Other conditioning embodiments include, but are not limited to, the following: embryos stored on a gelled medium in cold (1° C. to 12° C., optimally 3 to 6° C.) for varying time (1 day to 24 weeks, optimally from 3 to 12 weeks). During this cold storage the embryos can be placed on a polyester or paper membrane to facilitate subsequent transfer. Embryos on the polyester or paper membrane are then transferred as an entire unit to a vessel and sealed with Nescofilm™, or optionally are placed on top of a dry filter paper within the vessel and sealed with Nescofilm™. Embryos in the sealed vessel are held at room temperature (15 to 30° C., ideally 20 to 28° C.) for varying time (1 to 12 weeks, optimally from 2 to 5 weeks depending on the temperature to which the embryos were exposed during either of the above steps of this conditioning method. That is during: a. cold on a gelled medium and, b. warm in sealed vessel).

In one embodiment, the embryos are stored for about 1 week, about 2 weeks, about 3 weeks, about 4 weeks, about 5 weeks, about 6 weeks, about 7 weeks, about 8 weeks, about 9 weeks, about 10 weeks, about 11 weeks, about 12 weeks, about 13 weeks, about 14 weeks, about 15 weeks, about 16 weeks, about 17 weeks, about 18 weeks, about 19 weeks, about 20 weeks, about 21 weeks, about 22 weeks, about 23 weeks, about 24 weeks, or more than about 24 weeks.

Another aspect of the present invention is a liquid medium for growing embryonic tissue that comprises a high concentration of casein. A high concentration of casein may be about 900 mg/l, about 1000 mg/l, about 1100 mg/l, about 1200 mg/l, about 1300 mg/l, about 1400 mg/l, about 1500 mg/l, about 1600 mg/l, about 1700 mg/l, about 1800 mg/l, about 1900 mg/l, about 2000 mg/l, about 2100 mg/l, about 2200 mg/l, about 2300 mg/l, about 2400 mg/l, about 2500 mg/l, about 2600 mg/l, about 2700 mg/l, about 2800 mg/l, about 2900 mg/l, about 3000 mg/l, or more than 3000 mg/l. In one embodiment the concentration of casein is between 1100 mg/l and 3000 mg/l.

In one embodiment, the embryonic tissue is from a conifer. In a preferred embodiment, the conifer is pine. In a more preferred embodiment, the pine is Loblolly pine.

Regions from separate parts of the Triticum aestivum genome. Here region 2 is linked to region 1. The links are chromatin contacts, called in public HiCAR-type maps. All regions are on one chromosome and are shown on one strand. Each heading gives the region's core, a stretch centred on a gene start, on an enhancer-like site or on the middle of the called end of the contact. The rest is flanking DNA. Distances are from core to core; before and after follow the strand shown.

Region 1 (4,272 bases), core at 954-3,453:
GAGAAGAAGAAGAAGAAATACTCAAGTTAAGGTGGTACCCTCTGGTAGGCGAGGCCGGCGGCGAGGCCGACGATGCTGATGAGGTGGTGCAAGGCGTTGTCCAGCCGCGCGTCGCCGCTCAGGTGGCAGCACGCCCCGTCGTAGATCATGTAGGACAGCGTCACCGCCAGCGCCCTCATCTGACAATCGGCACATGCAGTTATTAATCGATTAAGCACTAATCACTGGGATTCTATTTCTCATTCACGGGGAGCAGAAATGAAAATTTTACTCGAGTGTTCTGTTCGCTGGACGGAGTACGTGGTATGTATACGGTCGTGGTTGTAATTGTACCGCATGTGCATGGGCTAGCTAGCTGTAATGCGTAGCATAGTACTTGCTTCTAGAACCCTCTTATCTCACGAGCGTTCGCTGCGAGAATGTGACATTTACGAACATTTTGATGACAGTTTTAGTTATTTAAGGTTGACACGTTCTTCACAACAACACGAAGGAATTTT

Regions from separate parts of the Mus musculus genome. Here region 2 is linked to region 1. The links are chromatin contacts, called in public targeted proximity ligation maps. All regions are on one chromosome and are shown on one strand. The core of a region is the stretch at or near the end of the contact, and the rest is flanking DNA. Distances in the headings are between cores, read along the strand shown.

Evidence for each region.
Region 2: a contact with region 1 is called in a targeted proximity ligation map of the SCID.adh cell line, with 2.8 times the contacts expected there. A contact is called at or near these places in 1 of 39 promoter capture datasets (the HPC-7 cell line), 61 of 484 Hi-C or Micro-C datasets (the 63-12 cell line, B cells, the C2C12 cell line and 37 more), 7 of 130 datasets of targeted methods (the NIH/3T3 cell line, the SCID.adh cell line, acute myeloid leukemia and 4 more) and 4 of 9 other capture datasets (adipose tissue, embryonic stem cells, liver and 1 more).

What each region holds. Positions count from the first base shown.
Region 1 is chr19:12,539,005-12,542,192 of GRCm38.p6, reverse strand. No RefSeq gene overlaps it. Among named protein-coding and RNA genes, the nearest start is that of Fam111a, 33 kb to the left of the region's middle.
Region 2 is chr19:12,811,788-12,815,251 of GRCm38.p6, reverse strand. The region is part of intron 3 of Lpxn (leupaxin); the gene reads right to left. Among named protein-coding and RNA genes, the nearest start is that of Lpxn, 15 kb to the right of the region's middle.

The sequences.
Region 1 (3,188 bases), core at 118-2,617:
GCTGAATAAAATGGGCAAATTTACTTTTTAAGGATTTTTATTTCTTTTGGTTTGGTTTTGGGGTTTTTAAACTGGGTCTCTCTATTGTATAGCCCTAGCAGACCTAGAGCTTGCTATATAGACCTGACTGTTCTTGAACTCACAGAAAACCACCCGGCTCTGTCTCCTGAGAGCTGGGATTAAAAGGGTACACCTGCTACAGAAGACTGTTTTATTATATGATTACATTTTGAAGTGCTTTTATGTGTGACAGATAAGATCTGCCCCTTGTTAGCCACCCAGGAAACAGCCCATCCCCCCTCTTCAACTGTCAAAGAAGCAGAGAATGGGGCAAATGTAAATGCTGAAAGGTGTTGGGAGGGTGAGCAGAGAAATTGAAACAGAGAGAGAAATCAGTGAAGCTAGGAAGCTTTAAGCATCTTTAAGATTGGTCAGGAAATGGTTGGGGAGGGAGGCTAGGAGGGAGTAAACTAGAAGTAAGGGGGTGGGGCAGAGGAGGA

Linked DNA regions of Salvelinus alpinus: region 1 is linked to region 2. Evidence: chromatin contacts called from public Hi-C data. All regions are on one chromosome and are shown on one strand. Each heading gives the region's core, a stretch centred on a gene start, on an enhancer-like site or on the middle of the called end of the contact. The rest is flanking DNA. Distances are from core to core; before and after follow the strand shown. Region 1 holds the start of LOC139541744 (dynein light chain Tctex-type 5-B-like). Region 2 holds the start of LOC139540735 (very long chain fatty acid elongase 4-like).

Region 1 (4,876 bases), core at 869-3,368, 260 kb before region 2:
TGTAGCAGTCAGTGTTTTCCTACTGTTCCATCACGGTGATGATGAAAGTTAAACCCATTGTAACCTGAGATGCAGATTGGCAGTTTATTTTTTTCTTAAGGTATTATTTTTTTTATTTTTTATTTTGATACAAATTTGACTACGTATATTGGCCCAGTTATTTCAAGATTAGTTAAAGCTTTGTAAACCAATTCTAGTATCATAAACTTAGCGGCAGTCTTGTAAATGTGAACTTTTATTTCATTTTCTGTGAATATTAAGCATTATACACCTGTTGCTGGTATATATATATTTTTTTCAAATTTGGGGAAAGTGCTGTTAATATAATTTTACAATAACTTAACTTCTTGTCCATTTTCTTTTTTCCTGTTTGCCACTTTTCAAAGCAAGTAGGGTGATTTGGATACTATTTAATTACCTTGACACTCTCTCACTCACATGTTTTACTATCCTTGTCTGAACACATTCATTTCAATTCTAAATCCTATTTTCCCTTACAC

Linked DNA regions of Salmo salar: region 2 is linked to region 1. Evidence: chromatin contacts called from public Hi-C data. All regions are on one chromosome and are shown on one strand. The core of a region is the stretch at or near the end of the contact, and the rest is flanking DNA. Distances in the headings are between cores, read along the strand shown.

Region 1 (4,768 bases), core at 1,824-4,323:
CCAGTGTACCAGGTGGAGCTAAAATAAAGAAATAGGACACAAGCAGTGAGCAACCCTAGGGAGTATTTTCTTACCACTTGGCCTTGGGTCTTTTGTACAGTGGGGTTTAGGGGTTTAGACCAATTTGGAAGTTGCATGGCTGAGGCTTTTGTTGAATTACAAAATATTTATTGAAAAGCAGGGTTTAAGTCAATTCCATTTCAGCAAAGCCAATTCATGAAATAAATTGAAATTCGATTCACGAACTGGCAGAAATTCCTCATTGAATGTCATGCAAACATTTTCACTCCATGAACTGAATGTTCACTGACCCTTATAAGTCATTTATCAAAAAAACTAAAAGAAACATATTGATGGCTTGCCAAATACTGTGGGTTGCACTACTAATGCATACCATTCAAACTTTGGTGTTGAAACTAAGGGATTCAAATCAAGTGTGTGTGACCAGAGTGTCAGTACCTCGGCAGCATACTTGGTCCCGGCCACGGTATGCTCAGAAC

In another embodiment, the coniferous tree is selected from the group consisting of Eastern white pine, Western white, Sugar pine, Red pine, Pitch pine, Jack pine, Longleaf pine, Shortleaf pine, Loblolly pine, Slash pine, Virginia pine, Ponderosa pine, Jeffrey pine, Pond pine, and Lodgepole pine, Radiata pine and hybrid crosses thereof. In another preferred embodiment, the coniferous tree is selected from the group consisting of, but not limited to, Abies alba, Abies amabilis, Abies balsamea, Abies bornmuelleriana, Abies concolor, Abies fraseri, Abies grandis, Abies koreana, Abies lasiocarpa, Abies nordmanniana, Abies procera, Araucaria angustifolia, Araucaria araucana, Araucaria bidwillii, Araucaria cunninghamii, Cedrus atlantica, Cedrus deodara, Chamaecyparis lawsoniana, Chamaecyparis pisifera, Cryptomeria japonica, Cuppressocyparis leylandii, Larix decidua, Larix occidentalis, Metasequoia glyptostroboides, Picea abies, Picea engelmannii, Picea glauca, Picea mariana, Picea pungens, Picea rubens, Picea sitchensis, Pinus banksiana, Pinus caribaea, Pinus contorta, Pinus echinata, Pinus edulis, Pinus elliotii, Pinus jeffreyi, Pinus korariensis, Pinus lambertiana, Pinus merkusii, Pinus monticola, Pinus nigra, Pinus palustris, Pinus pinaster, Pinus ponderosa, Pinus rigida, Pinus radiata, Pinus resinosa, Pinus serotina, Pinus strobus, Pinus sylvestris, Pinus taeda, Pinus virginiana, Pseudotsuga menziesii, Sequoia sempervirens, Sequoiadendron giganteum, Taxodium ascends, Taxodium distichum, Taxus baccata, Taxus brevifolia, Taxus cuspidata, Thuja occidentalis, Thuja plicata, Tsuga canadensis, Tsuga heterophylla, and hybrid crosses thereof.